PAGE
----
(CNSNews.com) – Iran has denied U.S. claims of cyber-attacks following the indictment last week of seven Iranians accused of targeting dozens of U.S. banks and a small dam, but according to an Iranian opposition group a “cyber army” headed by top Islamic Revolutionary Guard Corps (IRGC) officers has been increasingly active since 2009.
Iranian foreign ministry spokesman Hossein Jaberi Ansari at the weekend dismissed the U.S. allegations, saying Iran has never supported “any precarious measures in cyberspace” but was on the contrary the victim of cyber-attacks.
The U.S. was “in no position to accuse the citizens of other countries,” Ansari said, and cited the Stuxnet computer virus which attacked the Natanz uranium enrichment facility in 2010. The attack was allegedly carried out by the U.S. and Israel in a bid to slow Iran’s nuclear advance.
The Department of Justice on Thursday announced the unsealing of indictments against seven Iranian nationals accused of carrying out denial-of-service attacks against the servers of 46 U.S. banks over 176 days between 2011 and 2013, costing victims tens of millions of dollars in remediation costs. One of the seven was also accused of gaining access to the control system for a small dam north of New York City.
The Iranians were allegedly working for private companies that had been tasked by the IRGC and other government agencies to carry out the attacks. No senior IRGC or government officials in the chain of command were indicted, however.
According to the National Council of Resistance of Iran (NCRI), an exiled opposition group, the IRGC has been engaged in cyberwarfare since around 2007, and increasingly so after the post-election anti-government protests in 2009, aimed both at suppressing domestic opposition and launching attacks against foes abroad.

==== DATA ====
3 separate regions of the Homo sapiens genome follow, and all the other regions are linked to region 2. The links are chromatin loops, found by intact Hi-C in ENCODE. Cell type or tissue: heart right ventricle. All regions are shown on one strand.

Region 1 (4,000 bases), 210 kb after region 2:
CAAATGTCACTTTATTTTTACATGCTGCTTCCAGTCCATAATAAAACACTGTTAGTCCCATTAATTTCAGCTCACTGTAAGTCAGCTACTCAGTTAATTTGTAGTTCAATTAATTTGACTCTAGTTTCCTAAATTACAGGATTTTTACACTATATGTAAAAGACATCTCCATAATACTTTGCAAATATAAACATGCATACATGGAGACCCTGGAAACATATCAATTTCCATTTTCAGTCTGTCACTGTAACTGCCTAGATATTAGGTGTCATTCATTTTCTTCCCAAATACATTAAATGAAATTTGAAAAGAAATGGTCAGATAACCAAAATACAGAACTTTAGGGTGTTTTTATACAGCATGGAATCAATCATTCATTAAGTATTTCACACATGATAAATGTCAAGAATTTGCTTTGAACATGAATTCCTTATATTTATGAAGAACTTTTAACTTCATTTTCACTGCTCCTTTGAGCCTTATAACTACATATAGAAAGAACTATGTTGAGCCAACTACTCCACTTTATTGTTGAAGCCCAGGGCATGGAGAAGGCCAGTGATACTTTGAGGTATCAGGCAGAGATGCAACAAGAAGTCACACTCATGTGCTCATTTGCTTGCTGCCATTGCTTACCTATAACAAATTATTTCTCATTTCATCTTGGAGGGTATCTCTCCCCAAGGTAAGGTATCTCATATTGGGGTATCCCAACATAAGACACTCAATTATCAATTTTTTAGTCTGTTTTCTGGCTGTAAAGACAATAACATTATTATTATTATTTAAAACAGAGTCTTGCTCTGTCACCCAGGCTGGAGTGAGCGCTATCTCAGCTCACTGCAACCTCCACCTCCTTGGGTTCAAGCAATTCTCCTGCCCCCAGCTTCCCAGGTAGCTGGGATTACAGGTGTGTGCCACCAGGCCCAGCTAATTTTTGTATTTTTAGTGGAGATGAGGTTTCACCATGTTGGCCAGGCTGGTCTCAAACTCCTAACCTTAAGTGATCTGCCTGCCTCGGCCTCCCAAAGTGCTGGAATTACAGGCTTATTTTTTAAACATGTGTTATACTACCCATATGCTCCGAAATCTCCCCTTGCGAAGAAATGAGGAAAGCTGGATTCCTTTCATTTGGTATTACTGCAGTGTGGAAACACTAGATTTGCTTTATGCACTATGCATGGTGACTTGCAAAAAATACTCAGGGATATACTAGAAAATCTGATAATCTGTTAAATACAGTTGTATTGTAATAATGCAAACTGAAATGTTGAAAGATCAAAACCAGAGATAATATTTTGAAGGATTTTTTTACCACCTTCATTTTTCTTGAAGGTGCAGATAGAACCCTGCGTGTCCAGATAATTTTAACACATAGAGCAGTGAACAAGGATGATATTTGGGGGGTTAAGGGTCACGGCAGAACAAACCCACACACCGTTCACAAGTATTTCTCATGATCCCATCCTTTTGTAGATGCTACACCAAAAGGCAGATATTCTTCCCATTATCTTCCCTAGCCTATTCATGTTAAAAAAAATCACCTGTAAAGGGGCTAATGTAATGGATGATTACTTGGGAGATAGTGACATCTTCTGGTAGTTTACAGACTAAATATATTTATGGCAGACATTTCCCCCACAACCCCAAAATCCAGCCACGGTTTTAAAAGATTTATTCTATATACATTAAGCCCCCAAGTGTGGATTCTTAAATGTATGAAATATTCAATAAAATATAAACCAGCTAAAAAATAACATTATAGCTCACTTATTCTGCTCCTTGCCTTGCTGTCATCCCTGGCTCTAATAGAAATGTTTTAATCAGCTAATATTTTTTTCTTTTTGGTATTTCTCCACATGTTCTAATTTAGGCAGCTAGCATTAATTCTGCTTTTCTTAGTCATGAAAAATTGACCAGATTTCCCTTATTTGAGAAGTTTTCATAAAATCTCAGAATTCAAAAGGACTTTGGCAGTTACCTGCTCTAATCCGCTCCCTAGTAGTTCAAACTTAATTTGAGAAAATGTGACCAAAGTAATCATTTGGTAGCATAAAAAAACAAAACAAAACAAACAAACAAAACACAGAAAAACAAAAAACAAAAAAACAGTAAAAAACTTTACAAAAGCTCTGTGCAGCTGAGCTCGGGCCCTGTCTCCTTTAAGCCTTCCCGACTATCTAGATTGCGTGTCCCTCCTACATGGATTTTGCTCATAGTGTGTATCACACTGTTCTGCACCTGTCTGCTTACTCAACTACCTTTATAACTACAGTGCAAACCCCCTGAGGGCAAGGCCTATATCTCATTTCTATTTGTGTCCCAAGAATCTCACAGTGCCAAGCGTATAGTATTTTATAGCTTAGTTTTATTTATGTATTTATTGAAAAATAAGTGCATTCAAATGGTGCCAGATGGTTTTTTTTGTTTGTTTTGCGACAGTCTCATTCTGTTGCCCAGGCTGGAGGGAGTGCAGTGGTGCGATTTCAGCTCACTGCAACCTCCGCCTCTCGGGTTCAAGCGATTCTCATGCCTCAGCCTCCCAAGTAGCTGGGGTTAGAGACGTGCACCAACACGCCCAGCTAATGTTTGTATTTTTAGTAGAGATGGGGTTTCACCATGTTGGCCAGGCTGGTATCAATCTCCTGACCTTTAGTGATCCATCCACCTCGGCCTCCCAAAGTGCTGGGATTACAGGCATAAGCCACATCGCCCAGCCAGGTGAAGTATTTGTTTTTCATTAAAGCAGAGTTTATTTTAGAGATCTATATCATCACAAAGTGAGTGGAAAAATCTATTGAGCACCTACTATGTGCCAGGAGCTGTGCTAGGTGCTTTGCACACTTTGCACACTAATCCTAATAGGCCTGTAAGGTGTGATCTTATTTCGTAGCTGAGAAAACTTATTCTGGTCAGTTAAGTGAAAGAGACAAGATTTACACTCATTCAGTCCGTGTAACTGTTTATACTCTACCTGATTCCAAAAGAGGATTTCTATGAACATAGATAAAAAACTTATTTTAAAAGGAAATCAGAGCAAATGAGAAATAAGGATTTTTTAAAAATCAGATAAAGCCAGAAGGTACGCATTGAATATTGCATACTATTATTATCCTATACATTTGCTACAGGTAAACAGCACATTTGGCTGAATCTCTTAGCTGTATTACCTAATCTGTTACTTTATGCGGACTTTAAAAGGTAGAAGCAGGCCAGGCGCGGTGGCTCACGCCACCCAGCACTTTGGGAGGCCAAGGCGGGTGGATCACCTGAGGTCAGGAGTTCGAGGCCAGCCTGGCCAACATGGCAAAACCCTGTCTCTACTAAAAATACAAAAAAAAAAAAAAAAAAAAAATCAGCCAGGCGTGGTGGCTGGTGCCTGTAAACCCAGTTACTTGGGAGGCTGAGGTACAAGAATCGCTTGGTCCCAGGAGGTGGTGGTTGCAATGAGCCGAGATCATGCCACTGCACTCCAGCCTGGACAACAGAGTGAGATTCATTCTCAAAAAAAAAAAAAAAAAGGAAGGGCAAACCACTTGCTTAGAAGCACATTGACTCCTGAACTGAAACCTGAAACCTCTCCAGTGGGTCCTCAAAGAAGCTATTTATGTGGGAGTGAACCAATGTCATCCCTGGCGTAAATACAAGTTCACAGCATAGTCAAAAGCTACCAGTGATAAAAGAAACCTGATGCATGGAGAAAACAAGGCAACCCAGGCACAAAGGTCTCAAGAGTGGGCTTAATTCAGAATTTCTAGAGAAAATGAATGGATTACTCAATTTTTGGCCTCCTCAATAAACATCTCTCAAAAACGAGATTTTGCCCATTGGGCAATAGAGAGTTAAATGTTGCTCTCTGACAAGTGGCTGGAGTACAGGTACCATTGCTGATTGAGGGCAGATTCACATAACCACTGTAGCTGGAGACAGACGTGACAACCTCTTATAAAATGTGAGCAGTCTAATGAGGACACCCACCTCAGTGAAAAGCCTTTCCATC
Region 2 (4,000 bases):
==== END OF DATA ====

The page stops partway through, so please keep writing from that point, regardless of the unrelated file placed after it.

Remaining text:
“The cyber army has been established under the command of IRGC commander Mohammad-Ali Jafari,” NCRI said in a new report, which it says is based on information from its sources inside the regime, including in the IRGC.
“The regime’s Supreme National Security Council has adopted decisions for the cyber army to confront and institute measures against websites abroad, and to monitor and act against Internet threats against the regime within Iran,” the report said.
NCRI said Jafari has endorsed a plan to make the cyber army the sixth force of the IRGC – alongside the Ground, Navy, Aerospace, Qods Force, and the domestic Basij militia.
It would work against targets inside Iran in conjunction with the Basij, and outside the country with the Qods Force, “to interfere in other countries’ affairs to advance the regime’s objectives abroad.”
In November 2010, the cyber army claimed to have hacked 500 websites simultaneously, disrupting private sites as well as “intelligence networks” of foreign countries.
Private targets included social media users who encourage young Iranians to oppose the regime, the report said. Iranian hackers reportedly hacked Twitter in 2009 and China’s largest search engine, Baidu, in 2010.
The report said the cyber activities are supported by Iran’s parliament. It quoted a member of the parliamentary security committee, Fatemeh Alia, as saying in October 2010, “When it comes to cyber warfare, in the current circumstances we need to allocate a budget sufficient to acquire the equipment needed for this kind of war, so we can dedicate it to cyber warfare and the cyber army.”
Apart from the IRGC cyber activities, the NCRI report said entities attached to Iran’s Defense and Intelligence Ministries were also involved in cyber activities.
It said an operational unit falling under the Intelligence Ministry’s technology department aims “to hack sites run by opponents, to control websites, to attack other networks, and to conduct electronic espionage abroad.”